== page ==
„Korea won everything you can think of in terms of global titles. There really wasn’t a country that dominated the scene like that at the time. It was crazy to watch. But then, there wasn’t a real 'new generation,'” he said.

„With the Asian Games and the Olympics coming up, it’s like the last recovery of the golden generation,” Guan added, adding that he hoped for a „revival” of the post-Games scene.

„It would be quite a statement to say hey look, we’re still around. We’re still at the top of Asia. It’s kind of past its prime, but these guys are basically striving for one last great glory — not just in Korea, but to inspire generations,” he said.

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There is that breakdown Entered the sports industry That can only mean good things, says Chen Bo Chun, aka Bibai Pojin, Asian Games braking chair and head of WDSF’s braking division.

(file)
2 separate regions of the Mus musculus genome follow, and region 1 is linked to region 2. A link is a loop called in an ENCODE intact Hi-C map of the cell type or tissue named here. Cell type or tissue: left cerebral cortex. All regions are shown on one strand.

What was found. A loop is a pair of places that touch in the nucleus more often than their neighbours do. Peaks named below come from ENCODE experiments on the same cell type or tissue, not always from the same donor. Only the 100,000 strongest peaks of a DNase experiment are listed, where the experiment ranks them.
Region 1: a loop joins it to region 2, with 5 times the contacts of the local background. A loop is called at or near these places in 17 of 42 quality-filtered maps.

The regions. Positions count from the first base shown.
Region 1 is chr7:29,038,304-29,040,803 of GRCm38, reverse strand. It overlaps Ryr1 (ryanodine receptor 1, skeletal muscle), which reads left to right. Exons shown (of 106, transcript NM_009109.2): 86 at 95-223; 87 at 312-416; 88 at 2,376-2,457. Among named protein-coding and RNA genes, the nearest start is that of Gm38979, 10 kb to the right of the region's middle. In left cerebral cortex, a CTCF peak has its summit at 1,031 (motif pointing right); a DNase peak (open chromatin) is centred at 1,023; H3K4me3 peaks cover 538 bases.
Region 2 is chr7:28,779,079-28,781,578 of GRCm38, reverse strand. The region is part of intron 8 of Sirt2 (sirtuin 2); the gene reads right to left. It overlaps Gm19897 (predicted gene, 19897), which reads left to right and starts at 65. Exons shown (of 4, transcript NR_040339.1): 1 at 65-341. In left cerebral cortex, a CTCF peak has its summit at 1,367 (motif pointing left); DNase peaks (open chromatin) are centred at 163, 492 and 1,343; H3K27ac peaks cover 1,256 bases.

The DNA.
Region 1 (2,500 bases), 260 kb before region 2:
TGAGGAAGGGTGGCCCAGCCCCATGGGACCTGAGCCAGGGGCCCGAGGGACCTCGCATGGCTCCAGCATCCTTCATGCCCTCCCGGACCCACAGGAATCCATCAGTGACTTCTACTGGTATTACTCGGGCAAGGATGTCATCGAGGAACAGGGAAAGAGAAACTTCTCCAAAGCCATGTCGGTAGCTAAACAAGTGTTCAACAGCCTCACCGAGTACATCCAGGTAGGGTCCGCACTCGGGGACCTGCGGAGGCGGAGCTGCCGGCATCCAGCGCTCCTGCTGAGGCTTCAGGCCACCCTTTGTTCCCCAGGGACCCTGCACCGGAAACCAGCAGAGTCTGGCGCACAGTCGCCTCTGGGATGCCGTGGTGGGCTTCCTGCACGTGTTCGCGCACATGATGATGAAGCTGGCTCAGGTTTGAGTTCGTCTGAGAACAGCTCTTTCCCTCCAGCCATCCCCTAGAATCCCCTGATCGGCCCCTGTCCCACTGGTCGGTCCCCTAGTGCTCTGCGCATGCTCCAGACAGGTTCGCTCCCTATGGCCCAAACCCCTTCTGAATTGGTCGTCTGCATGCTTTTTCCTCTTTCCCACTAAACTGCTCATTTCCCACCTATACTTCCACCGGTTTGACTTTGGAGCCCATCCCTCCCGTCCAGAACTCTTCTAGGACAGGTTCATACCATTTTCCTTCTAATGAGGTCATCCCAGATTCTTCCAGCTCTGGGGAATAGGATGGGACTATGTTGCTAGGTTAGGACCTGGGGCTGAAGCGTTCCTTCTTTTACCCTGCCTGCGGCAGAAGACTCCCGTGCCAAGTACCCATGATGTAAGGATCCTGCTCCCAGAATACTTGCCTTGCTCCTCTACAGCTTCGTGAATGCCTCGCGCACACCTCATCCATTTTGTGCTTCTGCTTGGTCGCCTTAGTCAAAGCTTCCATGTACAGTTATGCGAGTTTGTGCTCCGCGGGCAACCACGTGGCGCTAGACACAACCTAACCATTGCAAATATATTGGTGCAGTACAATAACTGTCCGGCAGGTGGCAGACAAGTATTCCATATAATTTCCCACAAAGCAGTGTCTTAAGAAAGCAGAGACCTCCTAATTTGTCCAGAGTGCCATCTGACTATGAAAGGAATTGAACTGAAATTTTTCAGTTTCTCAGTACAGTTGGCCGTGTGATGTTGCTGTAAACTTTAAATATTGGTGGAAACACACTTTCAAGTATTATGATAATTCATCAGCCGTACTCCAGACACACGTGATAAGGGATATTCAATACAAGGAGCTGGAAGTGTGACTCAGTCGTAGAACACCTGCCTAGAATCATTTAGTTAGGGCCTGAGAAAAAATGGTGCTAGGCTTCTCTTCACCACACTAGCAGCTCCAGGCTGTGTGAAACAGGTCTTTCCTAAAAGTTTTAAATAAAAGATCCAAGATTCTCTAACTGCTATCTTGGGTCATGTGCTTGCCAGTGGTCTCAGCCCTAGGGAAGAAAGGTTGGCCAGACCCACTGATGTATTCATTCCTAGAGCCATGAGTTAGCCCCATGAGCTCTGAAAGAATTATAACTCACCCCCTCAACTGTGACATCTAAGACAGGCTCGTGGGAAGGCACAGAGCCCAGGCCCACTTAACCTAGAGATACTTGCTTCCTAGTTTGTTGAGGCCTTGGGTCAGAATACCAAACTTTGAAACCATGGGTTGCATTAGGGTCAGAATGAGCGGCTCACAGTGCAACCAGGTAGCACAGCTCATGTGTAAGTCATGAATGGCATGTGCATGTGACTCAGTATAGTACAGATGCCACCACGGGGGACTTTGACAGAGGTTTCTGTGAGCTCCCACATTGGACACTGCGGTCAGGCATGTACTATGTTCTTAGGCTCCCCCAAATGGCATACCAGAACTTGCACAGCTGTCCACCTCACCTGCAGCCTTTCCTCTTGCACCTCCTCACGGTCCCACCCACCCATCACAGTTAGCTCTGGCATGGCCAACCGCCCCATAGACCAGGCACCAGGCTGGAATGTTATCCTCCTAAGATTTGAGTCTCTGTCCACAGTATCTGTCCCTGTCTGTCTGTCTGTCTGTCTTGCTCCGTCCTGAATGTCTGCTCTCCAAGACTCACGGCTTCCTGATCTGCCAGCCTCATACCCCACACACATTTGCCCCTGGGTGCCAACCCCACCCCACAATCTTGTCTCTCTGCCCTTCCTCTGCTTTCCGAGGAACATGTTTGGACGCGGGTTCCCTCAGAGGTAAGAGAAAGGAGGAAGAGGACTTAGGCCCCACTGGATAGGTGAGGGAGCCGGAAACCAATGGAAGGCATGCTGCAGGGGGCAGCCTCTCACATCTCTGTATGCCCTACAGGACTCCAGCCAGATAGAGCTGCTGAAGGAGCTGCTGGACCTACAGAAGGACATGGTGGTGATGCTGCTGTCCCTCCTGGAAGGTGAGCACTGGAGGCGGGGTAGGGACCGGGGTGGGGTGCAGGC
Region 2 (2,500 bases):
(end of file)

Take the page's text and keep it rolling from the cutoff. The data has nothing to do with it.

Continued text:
“The world we live in now moves very fast. The outcome may not please everyone involved, but it’s about learning,” says Sen, who has been cracking for 30 years.

„South Korea is very important, along with Japan, and now China too. All these countries have contributed to different eras and unleashed impressive energy. We should be grateful, blessed and appreciative to have what we have now.

“At the Asian Games, we will see all this. The legends, the young stars, the super-athletes, the nobodys, all struggle with it. It is a good example for other Asian countries; Breaking up can equalize and make more people fall in love.